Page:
Mass Tort Multidistrict Litigation (MDL) Proceedings
When multiple civil actions involving one or more common questions of fact are pending in several different federal district courts, those actions can sometimes be transferred to one district court for coordinated and consolidated management and pretrial proceedings under a single judge. Congress created the Multidistrict Litigation (MDL) Panel in 1968 to handle these types of cases. The purpose behind implementing MDLs was to streamline and manage large numbers of relatively complex, but factually similar, claims in a consistent manner. This would ideally reduce backlog in federal courts and reduce duplicative discovery, allowing the courts to administer mass claims in a more coherent fashion. read more...
Unfortunately, the plaintiffs’ trial bar has found ways to game the mass tort litigation system and have devised ways to lump claims together so as to avoid federal jurisdiction. As a result, thousands of cases involving national controversies that should belong in federal court are being handled by a few “magnet” state courts—even though those courts have no relationship to the parties and have no business being involved. This often has the unfortunate effect of dragging innocent small businesses, unlucky enough to be located in a trial lawyer-friendly jurisdiction, into burdensome and expensive litigation.
Furthermore, even if a case is able to be heard in a federal mass tort MDL proceeding, some plaintiffs’ counsel file thousands of advertising-generated claims without properly investigating those claims’ legitimacy. This goes on unimpeded because MDL courts often limit the ability of defendants to scrutinize individual claims within an MDL. As a result, MDL proceedings are often clogged with bogus claims, prejudicing both plaintiffs with legitimate claims and defendants. Additionally, MDL courts sometimes force “bellwether” trials, despite their mandate to only conduct pre-trial proceedings, and use the results of those trials to pressure settlements.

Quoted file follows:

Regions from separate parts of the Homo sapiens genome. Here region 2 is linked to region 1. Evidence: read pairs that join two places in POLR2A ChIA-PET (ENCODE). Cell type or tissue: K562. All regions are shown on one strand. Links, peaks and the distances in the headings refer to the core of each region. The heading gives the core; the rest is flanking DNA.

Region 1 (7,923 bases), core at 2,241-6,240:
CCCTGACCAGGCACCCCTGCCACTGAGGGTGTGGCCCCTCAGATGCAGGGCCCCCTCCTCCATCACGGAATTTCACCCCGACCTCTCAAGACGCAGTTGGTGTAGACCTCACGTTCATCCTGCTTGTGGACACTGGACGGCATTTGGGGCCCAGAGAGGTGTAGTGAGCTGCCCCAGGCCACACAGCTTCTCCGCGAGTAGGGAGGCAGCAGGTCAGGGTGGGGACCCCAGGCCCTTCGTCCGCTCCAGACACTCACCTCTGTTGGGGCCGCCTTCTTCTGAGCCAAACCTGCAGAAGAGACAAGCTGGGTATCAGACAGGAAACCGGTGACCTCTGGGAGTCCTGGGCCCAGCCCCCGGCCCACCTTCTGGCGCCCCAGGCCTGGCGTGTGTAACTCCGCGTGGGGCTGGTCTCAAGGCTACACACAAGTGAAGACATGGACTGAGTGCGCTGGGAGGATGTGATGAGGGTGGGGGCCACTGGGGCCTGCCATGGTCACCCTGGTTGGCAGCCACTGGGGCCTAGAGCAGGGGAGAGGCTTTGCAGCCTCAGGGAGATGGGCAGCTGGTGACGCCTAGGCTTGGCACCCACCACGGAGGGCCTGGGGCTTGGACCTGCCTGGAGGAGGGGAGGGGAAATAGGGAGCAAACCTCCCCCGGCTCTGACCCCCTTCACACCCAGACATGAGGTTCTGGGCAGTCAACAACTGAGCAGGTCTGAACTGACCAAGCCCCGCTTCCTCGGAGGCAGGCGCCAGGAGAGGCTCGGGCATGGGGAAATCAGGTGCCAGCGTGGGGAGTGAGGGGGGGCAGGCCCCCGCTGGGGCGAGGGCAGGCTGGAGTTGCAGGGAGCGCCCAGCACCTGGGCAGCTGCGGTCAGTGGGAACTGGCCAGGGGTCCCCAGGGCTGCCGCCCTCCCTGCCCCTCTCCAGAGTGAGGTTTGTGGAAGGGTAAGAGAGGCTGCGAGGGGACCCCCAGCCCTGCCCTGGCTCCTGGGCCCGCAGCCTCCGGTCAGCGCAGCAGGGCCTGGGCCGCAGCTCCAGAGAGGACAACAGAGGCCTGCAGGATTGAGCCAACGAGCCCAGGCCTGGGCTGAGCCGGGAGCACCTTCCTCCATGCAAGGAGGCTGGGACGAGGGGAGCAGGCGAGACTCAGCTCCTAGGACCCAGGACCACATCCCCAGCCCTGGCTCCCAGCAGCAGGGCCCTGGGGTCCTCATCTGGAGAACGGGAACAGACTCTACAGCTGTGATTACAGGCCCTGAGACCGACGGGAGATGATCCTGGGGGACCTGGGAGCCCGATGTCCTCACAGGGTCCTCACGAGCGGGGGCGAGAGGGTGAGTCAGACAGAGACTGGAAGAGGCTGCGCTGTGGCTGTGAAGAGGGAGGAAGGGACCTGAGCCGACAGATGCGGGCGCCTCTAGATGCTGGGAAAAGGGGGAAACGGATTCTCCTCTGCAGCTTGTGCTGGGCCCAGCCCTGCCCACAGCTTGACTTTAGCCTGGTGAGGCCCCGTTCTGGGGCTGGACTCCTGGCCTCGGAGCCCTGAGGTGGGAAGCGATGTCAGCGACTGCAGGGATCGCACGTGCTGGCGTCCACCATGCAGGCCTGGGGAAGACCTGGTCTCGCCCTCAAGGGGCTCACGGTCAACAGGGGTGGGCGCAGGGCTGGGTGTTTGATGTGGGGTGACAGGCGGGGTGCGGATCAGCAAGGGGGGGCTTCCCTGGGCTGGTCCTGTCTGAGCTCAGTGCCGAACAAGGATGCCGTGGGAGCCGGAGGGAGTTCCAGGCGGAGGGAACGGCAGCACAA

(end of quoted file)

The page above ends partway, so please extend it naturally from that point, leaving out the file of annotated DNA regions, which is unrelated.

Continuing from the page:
Even though the cases in mass tort MDL proceedings account for roughly 35% of all civil lawsuits pending in the federal court system nationwide, appeals from key rulings in those proceedings are rarely allowed.
The Fairness in Class Action Litigation Act of 2017 (FICALA) will make a number of significant changes to the class action litigation system and also help address many of the significant abuses that turn MDLs into a mechanism of extracting strong-armed settlements from defendants, who are many times effectively deprived of their day in court.
The significant changes to the current state of the mass tort MDL system that FICALA makes include:
- Help fix the magnet state court problem by requiring courts to determine jurisdiction on an individual case basis in a MDL. This will help prevent lawyers from lumping together unrelated personal injury claims in multiple-plaintiff lawsuits solely to avoid federal jurisdiction.
- Ensuring that MDL courts only conduct trials when all parties agree to such, putting an end to the use of “bellwether” trials, which are often forced upon plaintiffs and defendants to pressure them to settle.
- Requiring that claimants (the allegedly injured parties) get 80% of any settlement payments, notwithstanding any fee demands by their lawyers. All too often under the current system, trial lawyers walk away with more than their clients.
- Requiring federal appellate courts to hear appeals from orders issued in MDL proceedings where immediate review may materially advance the ultimate termination of the case.
FICALA would put MDLs back on the right track towards being a means of making the management of federal civil cases more efficient, rather than a tool used by trial attorneys to extract massive, pressured settlements from defendants.